2

2016 TBR Pile Challenge: Bellweather Rhapsody

September really does feel like a chance to get things right again, doesn’t it? Which is why it seems like a great time to try and catch up on the Unofficial 2016 TBR Pile Challenge!

I read Thunderstruck earlier this month and then put a hold on Bellweather Rhapsody at the library. It was ready for me the same day and I started it right away.

bell

Kate Racculia’s Bellweather Rhapsody is awesome. It starts on November 13, 1982 when Millie is an unwilling 12-year-old bridesmaid in her sister’s wedding. After photos, she wanders off in the hotel and finds herself outside room 712 which is where she witnesses the murder-suicide of a bride and groom on their wedding day.

Fifteen years later, Rabbit and Alice Hatmaker are at the same hotel for the Statewide music festival, an opportunity for gifted highschool students to make music and perform. Rabbit is thinking about using the weekend to tell his twin that he’s gay; Alice sees the weekend, her second year at Statewide, as a chance to shine even brighter. On the first night, Alice’s roommate, a celebrated and famous teenaged flautist and daughter of the interim director of the festival (the most terrifying woman ever), disappears from room 712.

I was genuinely delighted to find that the disappearance/mystery aspect of this book was secondary to the character development. Racculia’s characters are bananas – in the best possible way. Rabbit and Alice are a great one-two punch of siblinghood: Alice refers to herself as the “bad twin”, the one that is loud and will totally cut you if you mess with her brother, Rabbit is more staid, the one focused on his music who is terrified about coming out and what the next phase of his life will look like. Then there is Viola, the interim director who inspires fear in all who meet her and has left a string of misery in her wake; Natalie, the Hatmakers’ chaperone, reeling from an event in the not-too-distant past, still coming to terms with the role of music in her own life; the eccentric conductor Fisher, intent on pushing the kids to greatness while grappling with his own genius; and Hastings, the concierge still running things at the Bellweather despite plummeting guest rates and a hotel that is visibly crumbling around him.

These characters are all struggling with ideas of identity and their place in the world. For most of them, their talent is a platform for greatness but it’s also a burden as they try to reach their potential. For the adults, that decision about whether to pursue their talent or not, has already been made and now they have to make peace with that. This book was unexpectedly moving as the mystery moves off centre stage, giving the characters the space to work through their demons.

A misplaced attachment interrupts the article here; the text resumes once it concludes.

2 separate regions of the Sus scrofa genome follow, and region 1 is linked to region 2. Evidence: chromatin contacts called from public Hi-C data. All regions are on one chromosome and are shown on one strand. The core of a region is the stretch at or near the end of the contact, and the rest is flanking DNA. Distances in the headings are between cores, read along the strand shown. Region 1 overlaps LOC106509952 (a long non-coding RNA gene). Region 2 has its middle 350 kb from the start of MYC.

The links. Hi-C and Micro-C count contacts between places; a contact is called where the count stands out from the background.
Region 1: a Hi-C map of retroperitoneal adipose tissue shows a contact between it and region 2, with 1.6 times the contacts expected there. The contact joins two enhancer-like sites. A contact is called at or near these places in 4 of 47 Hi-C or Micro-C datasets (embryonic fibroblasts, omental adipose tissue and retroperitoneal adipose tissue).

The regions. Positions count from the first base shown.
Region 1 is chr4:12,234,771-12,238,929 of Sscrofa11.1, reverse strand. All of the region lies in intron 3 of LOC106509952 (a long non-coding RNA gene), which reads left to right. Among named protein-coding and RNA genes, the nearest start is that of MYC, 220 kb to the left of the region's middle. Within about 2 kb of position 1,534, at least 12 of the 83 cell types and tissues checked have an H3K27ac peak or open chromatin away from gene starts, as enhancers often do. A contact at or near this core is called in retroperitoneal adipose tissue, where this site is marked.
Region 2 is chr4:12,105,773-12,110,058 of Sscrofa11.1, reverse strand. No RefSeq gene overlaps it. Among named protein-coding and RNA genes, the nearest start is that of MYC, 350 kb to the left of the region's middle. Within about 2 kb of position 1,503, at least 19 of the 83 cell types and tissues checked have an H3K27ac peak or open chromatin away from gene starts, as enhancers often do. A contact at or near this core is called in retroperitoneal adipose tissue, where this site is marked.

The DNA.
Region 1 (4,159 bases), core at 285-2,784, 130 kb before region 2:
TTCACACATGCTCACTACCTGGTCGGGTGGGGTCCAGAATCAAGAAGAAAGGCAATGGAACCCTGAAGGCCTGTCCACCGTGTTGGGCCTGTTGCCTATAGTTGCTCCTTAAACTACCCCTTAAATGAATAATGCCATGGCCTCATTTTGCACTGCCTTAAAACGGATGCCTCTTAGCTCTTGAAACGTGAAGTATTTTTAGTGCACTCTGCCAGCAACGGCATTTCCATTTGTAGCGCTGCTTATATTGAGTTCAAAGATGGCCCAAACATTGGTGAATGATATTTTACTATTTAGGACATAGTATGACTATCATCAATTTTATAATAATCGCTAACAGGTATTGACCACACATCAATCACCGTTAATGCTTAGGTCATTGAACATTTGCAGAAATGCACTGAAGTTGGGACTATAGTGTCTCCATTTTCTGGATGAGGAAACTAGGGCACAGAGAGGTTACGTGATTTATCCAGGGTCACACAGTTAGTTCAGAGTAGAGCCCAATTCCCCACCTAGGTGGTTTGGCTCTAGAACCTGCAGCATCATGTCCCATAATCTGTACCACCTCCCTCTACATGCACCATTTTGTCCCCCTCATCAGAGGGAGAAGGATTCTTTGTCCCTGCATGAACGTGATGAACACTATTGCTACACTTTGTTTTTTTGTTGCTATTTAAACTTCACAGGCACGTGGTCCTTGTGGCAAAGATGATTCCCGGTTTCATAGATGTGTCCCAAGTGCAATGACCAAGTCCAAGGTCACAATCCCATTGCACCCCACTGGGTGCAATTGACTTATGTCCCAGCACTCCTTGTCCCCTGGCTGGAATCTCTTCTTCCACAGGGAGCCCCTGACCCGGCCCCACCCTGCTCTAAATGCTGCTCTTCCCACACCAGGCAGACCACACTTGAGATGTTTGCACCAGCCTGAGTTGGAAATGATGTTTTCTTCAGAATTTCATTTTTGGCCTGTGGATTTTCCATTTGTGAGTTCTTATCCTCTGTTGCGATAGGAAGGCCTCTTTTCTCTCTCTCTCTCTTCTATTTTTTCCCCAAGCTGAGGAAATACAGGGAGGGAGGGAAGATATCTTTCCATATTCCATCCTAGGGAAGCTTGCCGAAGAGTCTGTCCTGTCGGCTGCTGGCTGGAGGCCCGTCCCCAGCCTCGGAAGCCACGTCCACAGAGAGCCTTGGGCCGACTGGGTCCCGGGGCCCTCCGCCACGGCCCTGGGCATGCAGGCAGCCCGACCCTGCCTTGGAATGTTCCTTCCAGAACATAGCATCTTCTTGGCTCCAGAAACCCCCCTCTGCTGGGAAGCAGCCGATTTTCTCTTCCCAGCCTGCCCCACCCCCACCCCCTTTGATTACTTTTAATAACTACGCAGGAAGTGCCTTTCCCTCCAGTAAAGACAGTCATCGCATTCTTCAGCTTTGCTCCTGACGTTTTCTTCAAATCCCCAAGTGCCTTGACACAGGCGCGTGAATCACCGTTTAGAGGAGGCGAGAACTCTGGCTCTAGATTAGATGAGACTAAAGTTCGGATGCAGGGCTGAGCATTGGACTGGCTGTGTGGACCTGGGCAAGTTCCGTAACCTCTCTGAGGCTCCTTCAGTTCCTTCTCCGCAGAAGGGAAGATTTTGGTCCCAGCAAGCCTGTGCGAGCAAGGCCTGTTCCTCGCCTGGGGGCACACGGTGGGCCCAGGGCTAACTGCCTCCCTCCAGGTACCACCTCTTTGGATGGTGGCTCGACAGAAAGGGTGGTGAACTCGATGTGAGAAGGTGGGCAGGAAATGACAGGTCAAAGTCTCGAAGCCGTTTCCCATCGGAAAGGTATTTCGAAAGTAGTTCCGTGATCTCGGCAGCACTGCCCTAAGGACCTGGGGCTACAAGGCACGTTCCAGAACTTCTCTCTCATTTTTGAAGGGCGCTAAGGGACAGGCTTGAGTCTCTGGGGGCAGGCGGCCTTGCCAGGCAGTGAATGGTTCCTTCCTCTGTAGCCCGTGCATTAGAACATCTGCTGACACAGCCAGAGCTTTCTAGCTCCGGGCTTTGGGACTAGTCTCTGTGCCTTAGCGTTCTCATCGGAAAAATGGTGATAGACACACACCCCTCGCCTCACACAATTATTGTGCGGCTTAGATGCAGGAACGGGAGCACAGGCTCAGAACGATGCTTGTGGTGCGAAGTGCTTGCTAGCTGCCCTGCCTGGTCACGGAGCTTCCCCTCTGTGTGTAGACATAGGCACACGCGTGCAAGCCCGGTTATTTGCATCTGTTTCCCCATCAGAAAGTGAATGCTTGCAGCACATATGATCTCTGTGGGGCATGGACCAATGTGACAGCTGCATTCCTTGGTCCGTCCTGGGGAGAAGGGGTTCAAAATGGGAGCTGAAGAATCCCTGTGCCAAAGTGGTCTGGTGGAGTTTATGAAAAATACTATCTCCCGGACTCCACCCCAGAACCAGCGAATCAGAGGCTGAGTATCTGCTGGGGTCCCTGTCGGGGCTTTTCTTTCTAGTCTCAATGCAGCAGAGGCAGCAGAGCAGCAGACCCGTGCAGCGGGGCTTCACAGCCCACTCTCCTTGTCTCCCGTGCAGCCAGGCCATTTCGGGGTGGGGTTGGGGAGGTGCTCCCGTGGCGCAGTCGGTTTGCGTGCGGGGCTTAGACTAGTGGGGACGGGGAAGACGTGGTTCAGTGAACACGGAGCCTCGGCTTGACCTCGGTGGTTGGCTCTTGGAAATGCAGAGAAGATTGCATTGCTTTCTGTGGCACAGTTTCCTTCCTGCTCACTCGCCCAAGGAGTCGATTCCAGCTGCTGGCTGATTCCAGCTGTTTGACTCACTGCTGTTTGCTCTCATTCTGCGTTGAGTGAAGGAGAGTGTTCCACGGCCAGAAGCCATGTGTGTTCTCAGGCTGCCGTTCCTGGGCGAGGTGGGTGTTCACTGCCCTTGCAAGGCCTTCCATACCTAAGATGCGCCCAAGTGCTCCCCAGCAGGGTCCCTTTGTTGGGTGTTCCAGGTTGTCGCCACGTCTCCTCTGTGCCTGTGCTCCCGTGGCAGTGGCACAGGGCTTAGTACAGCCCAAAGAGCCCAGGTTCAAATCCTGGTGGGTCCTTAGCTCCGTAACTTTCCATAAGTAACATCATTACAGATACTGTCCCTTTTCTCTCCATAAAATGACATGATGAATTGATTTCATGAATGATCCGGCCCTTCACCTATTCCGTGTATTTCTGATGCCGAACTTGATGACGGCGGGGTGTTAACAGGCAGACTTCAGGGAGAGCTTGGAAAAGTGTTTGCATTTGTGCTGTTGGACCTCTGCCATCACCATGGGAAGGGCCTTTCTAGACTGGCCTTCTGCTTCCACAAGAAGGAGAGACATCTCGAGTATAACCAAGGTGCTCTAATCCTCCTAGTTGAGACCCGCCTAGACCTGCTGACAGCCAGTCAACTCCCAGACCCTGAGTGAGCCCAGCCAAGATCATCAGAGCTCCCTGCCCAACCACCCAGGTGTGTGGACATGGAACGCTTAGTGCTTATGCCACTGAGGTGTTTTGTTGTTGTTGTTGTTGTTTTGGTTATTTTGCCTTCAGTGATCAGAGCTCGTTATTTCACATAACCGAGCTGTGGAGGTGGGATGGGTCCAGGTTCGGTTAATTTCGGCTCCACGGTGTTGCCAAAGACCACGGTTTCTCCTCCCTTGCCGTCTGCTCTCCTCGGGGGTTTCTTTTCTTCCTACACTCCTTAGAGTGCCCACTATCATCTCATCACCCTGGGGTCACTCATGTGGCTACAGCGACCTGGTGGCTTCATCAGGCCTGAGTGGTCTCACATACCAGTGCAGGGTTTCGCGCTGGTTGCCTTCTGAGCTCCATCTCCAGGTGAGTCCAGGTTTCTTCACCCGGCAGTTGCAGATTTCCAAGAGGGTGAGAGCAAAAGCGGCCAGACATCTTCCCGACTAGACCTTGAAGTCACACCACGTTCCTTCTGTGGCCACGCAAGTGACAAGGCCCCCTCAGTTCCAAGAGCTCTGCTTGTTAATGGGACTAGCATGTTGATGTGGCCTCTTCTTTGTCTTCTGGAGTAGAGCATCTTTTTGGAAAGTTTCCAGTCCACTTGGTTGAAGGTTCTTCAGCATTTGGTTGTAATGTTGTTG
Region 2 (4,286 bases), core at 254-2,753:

But Racculia doesn’t forget about the mystery that she teased you with and all is revealed in a most satisfying way. The full ramifications of what happened aren’t felt until years later but the payoff meant a few tears from this reader.

If you haven’t already had the pleasure of reading Bellweather Rhapsody and you love eccentric characters, pop culture references and a dash of mystery, I’d recommend this to you!

18

A mansplaining fetus

A lot of people have been talking about Ian McEwan’s Nutshell. I’ve read that it’s original, that McEwan is subverting genres, and that it’s clever and incredibly entertaining.

I guess?

I’ll be up front – I struggled to get through Atonement, so I might not be McEwan’s target audience.

But I do appreciate whodunits and I’m not sure that I appreciated this book.

Trudy is living in her husband, John’s, London townhouse. But she’s living there with John’s brother, Claude who she is having an affair with. (First of all, parents who call their first son John, are not going to follow that up with Claude. It’s just not going to happen.) The house is worth a lot of money and Claude and Trudy could both use some money. But the house belongs to John, who is still very much in love with Trudy and who hopes that they can still reconcile.

Especially for the sake of their unborn child. You may have heard that this book is narrated by the resident of Trudy’s womb, a male child who is privy to all of Trudy and Claude’s secrets and plans.

The elements of a good crime story were there – kind of reminiscent of Ian Rankin’s Doors Open where you get a front row seat to the planning of the crime, rather than the aftermath. But at some point, the precocious narrator started to wear on me – he started to veer into mansplaining territory.

As he meditates on right and wrong, attachments to his parents, the role of a son in saving the father, he comes across as so pretentious. I get enough of that in real life, I don’t need to spend time with those characters in my reading.